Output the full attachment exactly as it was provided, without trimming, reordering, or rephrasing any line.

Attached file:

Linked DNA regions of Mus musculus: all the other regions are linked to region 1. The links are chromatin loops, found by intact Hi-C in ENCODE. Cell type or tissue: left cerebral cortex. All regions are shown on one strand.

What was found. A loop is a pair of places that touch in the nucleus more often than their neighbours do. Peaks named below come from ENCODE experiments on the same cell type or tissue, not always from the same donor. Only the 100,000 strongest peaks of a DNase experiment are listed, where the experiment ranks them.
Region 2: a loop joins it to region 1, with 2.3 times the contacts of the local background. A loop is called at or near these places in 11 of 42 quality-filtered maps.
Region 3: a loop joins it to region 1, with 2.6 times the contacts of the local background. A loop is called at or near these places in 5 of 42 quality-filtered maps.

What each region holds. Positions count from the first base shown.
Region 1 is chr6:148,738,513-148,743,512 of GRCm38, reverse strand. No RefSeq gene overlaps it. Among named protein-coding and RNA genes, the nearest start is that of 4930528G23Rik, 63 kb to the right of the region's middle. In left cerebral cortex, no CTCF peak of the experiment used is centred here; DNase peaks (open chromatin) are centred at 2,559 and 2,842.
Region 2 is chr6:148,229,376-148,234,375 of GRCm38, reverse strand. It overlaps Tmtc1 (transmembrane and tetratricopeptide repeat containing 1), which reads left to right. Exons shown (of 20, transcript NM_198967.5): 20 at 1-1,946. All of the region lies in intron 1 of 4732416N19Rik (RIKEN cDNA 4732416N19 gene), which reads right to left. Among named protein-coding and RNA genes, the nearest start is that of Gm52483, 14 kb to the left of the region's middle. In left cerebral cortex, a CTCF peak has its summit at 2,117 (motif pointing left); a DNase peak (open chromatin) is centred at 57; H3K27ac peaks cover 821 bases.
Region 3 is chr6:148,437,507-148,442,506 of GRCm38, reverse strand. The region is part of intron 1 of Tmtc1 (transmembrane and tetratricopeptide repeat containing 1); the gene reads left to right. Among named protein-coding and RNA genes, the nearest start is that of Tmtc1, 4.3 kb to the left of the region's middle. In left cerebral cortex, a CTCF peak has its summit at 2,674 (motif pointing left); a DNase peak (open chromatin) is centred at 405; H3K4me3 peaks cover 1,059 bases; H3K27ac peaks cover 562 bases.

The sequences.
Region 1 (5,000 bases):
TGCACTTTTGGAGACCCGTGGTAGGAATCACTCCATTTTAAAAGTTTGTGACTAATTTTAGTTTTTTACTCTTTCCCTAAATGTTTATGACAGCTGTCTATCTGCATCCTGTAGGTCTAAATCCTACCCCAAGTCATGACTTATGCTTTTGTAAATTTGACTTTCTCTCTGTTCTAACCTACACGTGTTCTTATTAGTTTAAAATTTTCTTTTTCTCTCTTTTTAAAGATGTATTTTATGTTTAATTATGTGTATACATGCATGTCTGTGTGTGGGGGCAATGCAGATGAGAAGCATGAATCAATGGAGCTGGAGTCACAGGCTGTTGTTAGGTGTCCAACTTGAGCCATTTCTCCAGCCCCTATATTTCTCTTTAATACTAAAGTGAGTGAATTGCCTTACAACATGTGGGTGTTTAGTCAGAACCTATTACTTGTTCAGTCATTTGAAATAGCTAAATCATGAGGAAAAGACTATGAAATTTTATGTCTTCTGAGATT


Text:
Linked DNA regions of Mus musculus: all the other regions are linked to region 1. The links are chromatin loops, found by intact Hi-C in ENCODE. Cell type or tissue: left cerebral cortex. All regions are shown on one strand.

What was found. A loop is a pair of places that touch in the nucleus more often than their neighbours do. Peaks named below come from ENCODE experiments on the same cell type or tissue, not always from the same donor. Only the 100,000 strongest peaks of a DNase experiment are listed, where the experiment ranks them.
Region 2: a loop joins it to region 1, with 2.3 times the contacts of the local background. A loop is called at or near these places in 11 of 42 quality-filtered maps.
Region 3: a loop joins it to region 1, with 2.6 times the contacts of the local background. A loop is called at or near these places in 5 of 42 quality-filtered maps.

What each region holds. Positions count from the first base shown.
Region 1 is chr6:148,738,513-148,743,512 of GRCm38, reverse strand. No RefSeq gene overlaps it. Among named protein-coding and RNA genes, the nearest start is that of 4930528G23Rik, 63 kb to the right of the region's middle. In left cerebral cortex, no CTCF peak of the experiment used is centred here; DNase peaks (open chromatin) are centred at 2,559 and 2,842.
Region 2 is chr6:148,229,376-148,234,375 of GRCm38, reverse strand. It overlaps Tmtc1 (transmembrane and tetratricopeptide repeat containing 1), which reads left to right. Exons shown (of 20, transcript NM_198967.5): 20 at 1-1,946. All of the region lies in intron 1 of 4732416N19Rik (RIKEN cDNA 4732416N19 gene), which reads right to left. Among named protein-coding and RNA genes, the nearest start is that of Gm52483, 14 kb to the left of the region's middle. In left cerebral cortex, a CTCF peak has its summit at 2,117 (motif pointing left); a DNase peak (open chromatin) is centred at 57; H3K27ac peaks cover 821 bases.
Region 3 is chr6:148,437,507-148,442,506 of GRCm38, reverse strand. The region is part of intron 1 of Tmtc1 (transmembrane and tetratricopeptide repeat containing 1); the gene reads left to right. Among named protein-coding and RNA genes, the nearest start is that of Tmtc1, 4.3 kb to the left of the region's middle. In left cerebral cortex, a CTCF peak has its summit at 2,674 (motif pointing left); a DNase peak (open chromatin) is centred at 405; H3K4me3 peaks cover 1,059 bases; H3K27ac peaks cover 562 bases.

The sequences.
Region 1 (5,000 bases):
TGCACTTTTGGAGACCCGTGGTAGGAATCACTCCATTTTAAAAGTTTGTGACTAATTTTAGTTTTTTACTCTTTCCCTAAATGTTTATGACAGCTGTCTATCTGCATCCTGTAGGTCTAAATCCTACCCCAAGTCATGACTTATGCTTTTGTAAATTTGACTTTCTCTCTGTTCTAACCTACACGTGTTCTTATTAGTTTAAAATTTTCTTTTTCTCTCTTTTTAAAGATGTATTTTATGTTTAATTATGTGTATACATGCATGTCTGTGTGTGGGGGCAATGCAGATGAGAAGCATGAATCAATGGAGCTGGAGTCACAGGCTGTTGTTAGGTGTCCAACTTGAGCCATTTCTCCAGCCCCTATATTTCTCTTTAATACTAAAGTGAGTGAATTGCCTTACAACATGTGGGTGTTTAGTCAGAACCTATTACTTGTTCAGTCATTTGAAATAGCTAAATCATGAGGAAAAGACTATGAAATTTTATGTCTTCTGAGATT